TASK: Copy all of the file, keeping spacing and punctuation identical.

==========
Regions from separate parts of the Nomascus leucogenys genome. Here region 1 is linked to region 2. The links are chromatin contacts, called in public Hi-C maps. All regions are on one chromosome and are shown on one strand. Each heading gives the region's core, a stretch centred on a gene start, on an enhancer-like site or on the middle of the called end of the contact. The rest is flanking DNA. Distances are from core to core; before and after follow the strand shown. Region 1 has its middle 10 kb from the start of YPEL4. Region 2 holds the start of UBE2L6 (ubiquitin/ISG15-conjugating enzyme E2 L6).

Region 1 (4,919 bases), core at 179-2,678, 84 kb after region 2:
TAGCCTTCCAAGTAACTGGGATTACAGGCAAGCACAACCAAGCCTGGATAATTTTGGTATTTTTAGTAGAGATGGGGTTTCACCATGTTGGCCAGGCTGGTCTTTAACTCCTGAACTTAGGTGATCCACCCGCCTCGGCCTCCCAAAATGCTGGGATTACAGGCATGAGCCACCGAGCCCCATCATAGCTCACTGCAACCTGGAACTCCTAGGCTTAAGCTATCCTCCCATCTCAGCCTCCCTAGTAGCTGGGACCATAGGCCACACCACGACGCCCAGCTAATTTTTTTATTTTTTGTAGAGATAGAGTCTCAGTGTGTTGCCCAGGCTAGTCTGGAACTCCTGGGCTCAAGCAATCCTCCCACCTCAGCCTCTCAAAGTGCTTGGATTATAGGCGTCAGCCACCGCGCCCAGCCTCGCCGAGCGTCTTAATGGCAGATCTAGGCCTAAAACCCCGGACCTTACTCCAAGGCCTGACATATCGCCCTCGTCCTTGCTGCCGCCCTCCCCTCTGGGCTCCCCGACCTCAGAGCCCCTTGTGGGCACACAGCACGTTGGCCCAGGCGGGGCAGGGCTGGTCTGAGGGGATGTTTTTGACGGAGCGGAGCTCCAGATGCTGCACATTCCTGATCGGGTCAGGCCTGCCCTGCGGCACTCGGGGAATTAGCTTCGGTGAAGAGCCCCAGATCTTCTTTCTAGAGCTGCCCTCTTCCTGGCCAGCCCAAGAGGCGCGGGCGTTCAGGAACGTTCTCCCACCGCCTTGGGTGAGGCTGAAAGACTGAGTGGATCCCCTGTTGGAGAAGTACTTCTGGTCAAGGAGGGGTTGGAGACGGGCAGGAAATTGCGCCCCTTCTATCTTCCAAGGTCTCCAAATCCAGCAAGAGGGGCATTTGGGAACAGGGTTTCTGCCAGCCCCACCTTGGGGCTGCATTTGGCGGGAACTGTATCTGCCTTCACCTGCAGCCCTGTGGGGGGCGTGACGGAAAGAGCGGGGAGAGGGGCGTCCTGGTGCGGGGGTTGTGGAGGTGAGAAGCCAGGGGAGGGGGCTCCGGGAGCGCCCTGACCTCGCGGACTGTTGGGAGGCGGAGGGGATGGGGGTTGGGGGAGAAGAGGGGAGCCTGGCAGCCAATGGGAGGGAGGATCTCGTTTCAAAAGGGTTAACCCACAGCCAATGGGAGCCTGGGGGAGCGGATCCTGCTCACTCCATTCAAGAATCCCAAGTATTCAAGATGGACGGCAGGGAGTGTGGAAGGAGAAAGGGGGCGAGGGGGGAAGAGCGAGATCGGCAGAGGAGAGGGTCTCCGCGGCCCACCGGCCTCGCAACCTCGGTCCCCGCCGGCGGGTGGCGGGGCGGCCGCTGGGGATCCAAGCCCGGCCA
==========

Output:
Regions from separate parts of the Nomascus leucogenys genome. Here region 1 is linked to region 2. The links are chromatin contacts, called in public Hi-C maps. All regions are on one chromosome and are shown on one strand. Each heading gives the region's core, a stretch centred on a gene start, on an enhancer-like site or on the middle of the called end of the contact. The rest is flanking DNA. Distances are from core to core; before and after follow the strand shown. Region 1 has its middle 10 kb from the start of YPEL4. Region 2 holds the start of UBE2L6 (ubiquitin/ISG15-conjugating enzyme E2 L6).

Region 1 (4,919 bases), core at 179-2,678, 84 kb after region 2:
TAGCCTTCCAAGTAACTGGGATTACAGGCAAGCACAACCAAGCCTGGATAATTTTGGTATTTTTAGTAGAGATGGGGTTTCACCATGTTGGCCAGGCTGGTCTTTAACTCCTGAACTTAGGTGATCCACCCGCCTCGGCCTCCCAAAATGCTGGGATTACAGGCATGAGCCACCGAGCCCCATCATAGCTCACTGCAACCTGGAACTCCTAGGCTTAAGCTATCCTCCCATCTCAGCCTCCCTAGTAGCTGGGACCATAGGCCACACCACGACGCCCAGCTAATTTTTTTATTTTTTGTAGAGATAGAGTCTCAGTGTGTTGCCCAGGCTAGTCTGGAACTCCTGGGCTCAAGCAATCCTCCCACCTCAGCCTCTCAAAGTGCTTGGATTATAGGCGTCAGCCACCGCGCCCAGCCTCGCCGAGCGTCTTAATGGCAGATCTAGGCCTAAAACCCCGGACCTTACTCCAAGGCCTGACATATCGCCCTCGTCCTTGCTGCCGCCCTCCCCTCTGGGCTCCCCGACCTCAGAGCCCCTTGTGGGCACACAGCACGTTGGCCCAGGCGGGGCAGGGCTGGTCTGAGGGGATGTTTTTGACGGAGCGGAGCTCCAGATGCTGCACATTCCTGATCGGGTCAGGCCTGCCCTGCGGCACTCGGGGAATTAGCTTCGGTGAAGAGCCCCAGATCTTCTTTCTAGAGCTGCCCTCTTCCTGGCCAGCCCAAGAGGCGCGGGCGTTCAGGAACGTTCTCCCACCGCCTTGGGTGAGGCTGAAAGACTGAGTGGATCCCCTGTTGGAGAAGTACTTCTGGTCAAGGAGGGGTTGGAGACGGGCAGGAAATTGCGCCCCTTCTATCTTCCAAGGTCTCCAAATCCAGCAAGAGGGGCATTTGGGAACAGGGTTTCTGCCAGCCCCACCTTGGGGCTGCATTTGGCGGGAACTGTATCTGCCTTCACCTGCAGCCCTGTGGGGGGCGTGACGGAAAGAGCGGGGAGAGGGGCGTCCTGGTGCGGGGGTTGTGGAGGTGAGAAGCCAGGGGAGGGGGCTCCGGGAGCGCCCTGACCTCGCGGACTGTTGGGAGGCGGAGGGGATGGGGGTTGGGGGAGAAGAGGGGAGCCTGGCAGCCAATGGGAGGGAGGATCTCGTTTCAAAAGGGTTAACCCACAGCCAATGGGAGCCTGGGGGAGCGGATCCTGCTCACTCCATTCAAGAATCCCAAGTATTCAAGATGGACGGCAGGGAGTGTGGAAGGAGAAAGGGGGCGAGGGGGGAAGAGCGAGATCGGCAGAGGAGAGGGTCTCCGCGGCCCACCGGCCTCGCAACCTCGGTCCCCGCCGGCGGGTGGCGGGGCGGCCGCTGGGGATCCAAGCCCGGCCA